Sony A7R IV without focus bracketing?

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Adalbert
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Sony A7R IV without focus bracketing?

Post by Adalbert »

Hello everybody,
Does anybody know if focus bracketing will be implemented in this camera?
https://www.sonyalphaforum.com/topic/11 ... -launched/
BR, ADi

Lou Jost
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Post by Lou Jost »

Wow, 16-image pixel shift technology! 240Mp!! If it has focus bracketing I'd sell my Panasonic S1R.

dmillard
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Post by dmillard »

Lou Jost wrote:Wow, 16-image pixel shift technology! 240Mp!! If it has focus bracketing I'd sell my Panasonic S1R.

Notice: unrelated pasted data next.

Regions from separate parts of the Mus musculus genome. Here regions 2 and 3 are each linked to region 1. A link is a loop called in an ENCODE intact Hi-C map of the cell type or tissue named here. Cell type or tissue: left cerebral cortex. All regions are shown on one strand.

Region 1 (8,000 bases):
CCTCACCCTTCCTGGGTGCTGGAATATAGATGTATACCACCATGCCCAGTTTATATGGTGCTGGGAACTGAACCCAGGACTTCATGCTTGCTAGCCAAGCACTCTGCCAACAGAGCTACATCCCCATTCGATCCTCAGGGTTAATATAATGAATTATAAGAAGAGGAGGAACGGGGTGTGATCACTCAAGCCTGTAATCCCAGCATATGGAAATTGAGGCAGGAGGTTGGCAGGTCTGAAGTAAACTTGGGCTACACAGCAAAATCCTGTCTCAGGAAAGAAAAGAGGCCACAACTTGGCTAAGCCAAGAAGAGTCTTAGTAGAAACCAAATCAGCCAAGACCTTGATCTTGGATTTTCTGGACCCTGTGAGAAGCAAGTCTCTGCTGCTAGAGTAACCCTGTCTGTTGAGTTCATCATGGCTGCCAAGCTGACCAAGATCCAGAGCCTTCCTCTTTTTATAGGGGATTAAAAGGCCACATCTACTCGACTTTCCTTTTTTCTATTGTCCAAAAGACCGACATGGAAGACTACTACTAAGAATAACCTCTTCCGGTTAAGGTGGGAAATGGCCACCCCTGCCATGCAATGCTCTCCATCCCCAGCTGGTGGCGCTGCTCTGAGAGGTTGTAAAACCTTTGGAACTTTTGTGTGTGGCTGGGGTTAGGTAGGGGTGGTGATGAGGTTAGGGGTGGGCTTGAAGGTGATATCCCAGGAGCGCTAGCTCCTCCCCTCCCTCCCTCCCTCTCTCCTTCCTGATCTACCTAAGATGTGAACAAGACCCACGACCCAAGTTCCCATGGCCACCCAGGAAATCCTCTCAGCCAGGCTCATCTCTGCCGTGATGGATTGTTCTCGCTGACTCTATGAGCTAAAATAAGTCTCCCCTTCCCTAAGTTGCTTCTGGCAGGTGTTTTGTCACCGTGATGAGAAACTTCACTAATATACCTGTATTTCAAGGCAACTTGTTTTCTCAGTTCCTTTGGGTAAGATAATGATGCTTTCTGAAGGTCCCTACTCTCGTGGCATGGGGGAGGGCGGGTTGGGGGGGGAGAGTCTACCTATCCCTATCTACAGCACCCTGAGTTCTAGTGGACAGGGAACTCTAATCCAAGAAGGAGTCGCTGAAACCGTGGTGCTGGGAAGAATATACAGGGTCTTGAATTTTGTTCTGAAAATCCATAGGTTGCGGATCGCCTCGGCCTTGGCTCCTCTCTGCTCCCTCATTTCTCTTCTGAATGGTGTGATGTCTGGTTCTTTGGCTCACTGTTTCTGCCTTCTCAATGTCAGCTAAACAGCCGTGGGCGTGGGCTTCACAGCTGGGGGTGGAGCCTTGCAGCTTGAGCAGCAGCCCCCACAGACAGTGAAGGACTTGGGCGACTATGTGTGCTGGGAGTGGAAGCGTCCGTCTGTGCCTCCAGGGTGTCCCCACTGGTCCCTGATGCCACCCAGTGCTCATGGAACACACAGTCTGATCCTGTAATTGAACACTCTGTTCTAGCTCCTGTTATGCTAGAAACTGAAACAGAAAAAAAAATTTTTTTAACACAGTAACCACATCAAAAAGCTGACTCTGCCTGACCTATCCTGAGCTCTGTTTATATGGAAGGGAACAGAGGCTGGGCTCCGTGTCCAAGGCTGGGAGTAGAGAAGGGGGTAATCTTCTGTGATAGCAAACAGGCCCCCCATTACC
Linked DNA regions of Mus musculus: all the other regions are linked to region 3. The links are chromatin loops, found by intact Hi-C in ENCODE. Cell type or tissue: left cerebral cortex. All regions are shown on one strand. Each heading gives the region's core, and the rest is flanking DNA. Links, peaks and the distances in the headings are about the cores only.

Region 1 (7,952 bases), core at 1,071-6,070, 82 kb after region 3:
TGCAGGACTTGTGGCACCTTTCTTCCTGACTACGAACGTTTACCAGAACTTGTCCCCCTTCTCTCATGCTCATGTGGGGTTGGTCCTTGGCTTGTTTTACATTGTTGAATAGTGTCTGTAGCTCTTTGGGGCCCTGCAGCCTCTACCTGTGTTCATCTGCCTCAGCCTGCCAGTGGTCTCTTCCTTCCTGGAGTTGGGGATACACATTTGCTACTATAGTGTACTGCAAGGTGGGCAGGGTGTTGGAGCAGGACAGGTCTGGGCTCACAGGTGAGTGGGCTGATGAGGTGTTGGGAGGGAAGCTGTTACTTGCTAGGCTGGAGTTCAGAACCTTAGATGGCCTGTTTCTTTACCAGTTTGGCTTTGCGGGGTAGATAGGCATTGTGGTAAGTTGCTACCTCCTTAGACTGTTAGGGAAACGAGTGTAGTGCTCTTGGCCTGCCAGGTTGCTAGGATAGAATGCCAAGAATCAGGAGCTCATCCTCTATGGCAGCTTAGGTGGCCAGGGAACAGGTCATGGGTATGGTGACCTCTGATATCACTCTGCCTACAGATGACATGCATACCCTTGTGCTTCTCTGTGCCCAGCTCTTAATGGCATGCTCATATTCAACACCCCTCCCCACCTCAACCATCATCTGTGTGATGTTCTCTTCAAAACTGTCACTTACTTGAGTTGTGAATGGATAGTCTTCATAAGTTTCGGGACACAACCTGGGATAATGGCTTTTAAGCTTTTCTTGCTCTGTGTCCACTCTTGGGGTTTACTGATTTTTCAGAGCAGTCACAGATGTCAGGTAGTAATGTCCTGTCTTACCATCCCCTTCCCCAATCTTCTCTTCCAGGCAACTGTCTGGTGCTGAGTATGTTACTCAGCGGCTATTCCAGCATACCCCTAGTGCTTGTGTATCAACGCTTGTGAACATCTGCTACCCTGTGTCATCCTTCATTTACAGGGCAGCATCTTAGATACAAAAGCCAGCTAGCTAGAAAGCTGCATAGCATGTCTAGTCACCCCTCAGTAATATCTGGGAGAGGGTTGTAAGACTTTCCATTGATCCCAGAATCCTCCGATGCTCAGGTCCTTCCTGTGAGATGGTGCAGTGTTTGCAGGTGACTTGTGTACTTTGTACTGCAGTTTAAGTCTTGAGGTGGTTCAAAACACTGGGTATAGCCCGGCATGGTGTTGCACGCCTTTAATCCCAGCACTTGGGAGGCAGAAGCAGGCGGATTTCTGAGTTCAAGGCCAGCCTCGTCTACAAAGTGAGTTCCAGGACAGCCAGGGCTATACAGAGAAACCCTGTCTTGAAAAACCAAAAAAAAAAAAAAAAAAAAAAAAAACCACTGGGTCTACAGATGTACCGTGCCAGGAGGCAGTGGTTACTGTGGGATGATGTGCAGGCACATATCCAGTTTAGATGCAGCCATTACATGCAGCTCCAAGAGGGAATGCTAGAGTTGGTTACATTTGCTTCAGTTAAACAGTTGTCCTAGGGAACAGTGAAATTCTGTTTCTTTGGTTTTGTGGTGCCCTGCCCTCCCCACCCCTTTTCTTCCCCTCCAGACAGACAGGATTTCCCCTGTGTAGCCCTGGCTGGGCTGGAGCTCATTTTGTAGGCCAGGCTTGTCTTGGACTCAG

Wow is right! Even without focus bracketing (which would be very nice, but I haven't seen it mentioned in any of the announcements), it would provide over 100Mp pixel shift images in APS-C crop mode, somewhat more manageable for stacking, and more versatile in terms of lens and objective choice.

TheDocAUS
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Post by TheDocAUS »

No Sony A7 series camera (or the A9) has focus stacking. It is not on Sony's radar.

Video on 16 image pixel shift: https://www.youtube.com/watch?v=lwwzM81 ... e=youtu.be

dmillard
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Post by dmillard »

TheDocAUS wrote:No Sony A7 series camera (or the A9) has focus stacking. It is not on Sony's radar.
But this thread suggests ways to get around that shortcoming: https://www.dpreview.com/forums/thread/4314348